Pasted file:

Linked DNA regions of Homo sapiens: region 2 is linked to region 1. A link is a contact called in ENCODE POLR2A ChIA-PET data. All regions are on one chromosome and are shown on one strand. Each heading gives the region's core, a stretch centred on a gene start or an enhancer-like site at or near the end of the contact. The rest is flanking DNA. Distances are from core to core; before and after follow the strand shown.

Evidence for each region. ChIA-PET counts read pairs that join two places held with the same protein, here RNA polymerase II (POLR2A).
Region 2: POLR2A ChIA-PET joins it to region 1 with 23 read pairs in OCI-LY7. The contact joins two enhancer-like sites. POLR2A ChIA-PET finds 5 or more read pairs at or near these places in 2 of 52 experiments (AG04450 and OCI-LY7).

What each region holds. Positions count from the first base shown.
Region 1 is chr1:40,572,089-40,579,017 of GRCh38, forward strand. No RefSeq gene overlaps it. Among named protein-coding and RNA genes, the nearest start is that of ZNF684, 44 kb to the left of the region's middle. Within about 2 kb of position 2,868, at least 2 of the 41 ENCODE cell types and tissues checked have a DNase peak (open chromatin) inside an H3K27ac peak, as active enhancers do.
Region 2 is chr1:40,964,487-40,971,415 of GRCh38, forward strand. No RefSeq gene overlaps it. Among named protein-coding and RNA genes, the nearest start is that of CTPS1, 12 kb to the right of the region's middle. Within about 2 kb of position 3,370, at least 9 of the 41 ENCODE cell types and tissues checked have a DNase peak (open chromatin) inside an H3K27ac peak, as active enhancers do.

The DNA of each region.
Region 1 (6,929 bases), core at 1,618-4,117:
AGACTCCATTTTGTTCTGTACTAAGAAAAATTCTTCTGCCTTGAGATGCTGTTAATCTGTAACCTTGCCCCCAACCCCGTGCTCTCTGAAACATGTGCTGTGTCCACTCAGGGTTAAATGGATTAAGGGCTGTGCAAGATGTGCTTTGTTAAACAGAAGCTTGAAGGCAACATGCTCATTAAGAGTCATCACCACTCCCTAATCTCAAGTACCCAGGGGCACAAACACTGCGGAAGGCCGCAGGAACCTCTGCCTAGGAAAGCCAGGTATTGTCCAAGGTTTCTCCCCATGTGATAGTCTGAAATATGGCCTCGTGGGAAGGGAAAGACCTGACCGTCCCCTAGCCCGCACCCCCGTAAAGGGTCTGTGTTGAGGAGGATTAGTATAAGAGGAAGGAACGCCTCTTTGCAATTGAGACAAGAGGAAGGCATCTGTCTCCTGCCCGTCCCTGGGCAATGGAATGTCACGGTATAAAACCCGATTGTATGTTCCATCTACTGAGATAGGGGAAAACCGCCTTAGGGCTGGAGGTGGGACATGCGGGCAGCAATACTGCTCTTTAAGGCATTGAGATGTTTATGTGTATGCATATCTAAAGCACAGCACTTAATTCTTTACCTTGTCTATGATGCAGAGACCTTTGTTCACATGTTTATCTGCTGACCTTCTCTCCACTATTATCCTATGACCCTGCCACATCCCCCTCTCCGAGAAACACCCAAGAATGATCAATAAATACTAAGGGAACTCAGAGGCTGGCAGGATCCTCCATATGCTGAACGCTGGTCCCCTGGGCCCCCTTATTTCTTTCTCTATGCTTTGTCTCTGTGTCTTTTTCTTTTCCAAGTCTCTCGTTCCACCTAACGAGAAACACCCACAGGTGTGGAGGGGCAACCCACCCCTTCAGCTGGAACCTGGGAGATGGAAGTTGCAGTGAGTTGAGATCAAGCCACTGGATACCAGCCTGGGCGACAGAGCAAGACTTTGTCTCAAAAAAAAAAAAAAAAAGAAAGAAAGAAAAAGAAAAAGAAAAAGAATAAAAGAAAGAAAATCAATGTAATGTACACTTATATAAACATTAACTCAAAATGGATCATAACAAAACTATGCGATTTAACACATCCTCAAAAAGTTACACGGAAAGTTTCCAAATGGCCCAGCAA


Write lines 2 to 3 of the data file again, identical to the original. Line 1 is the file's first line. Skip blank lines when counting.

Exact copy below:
Evidence for each region. ChIA-PET counts read pairs that join two places held with the same protein, here RNA polymerase II (POLR2A).
Region 2: POLR2A ChIA-PET joins it to region 1 with 23 read pairs in OCI-LY7. The contact joins two enhancer-like sites. POLR2A ChIA-PET finds 5 or more read pairs at or near these places in 2 of 52 experiments (AG04450 and OCI-LY7).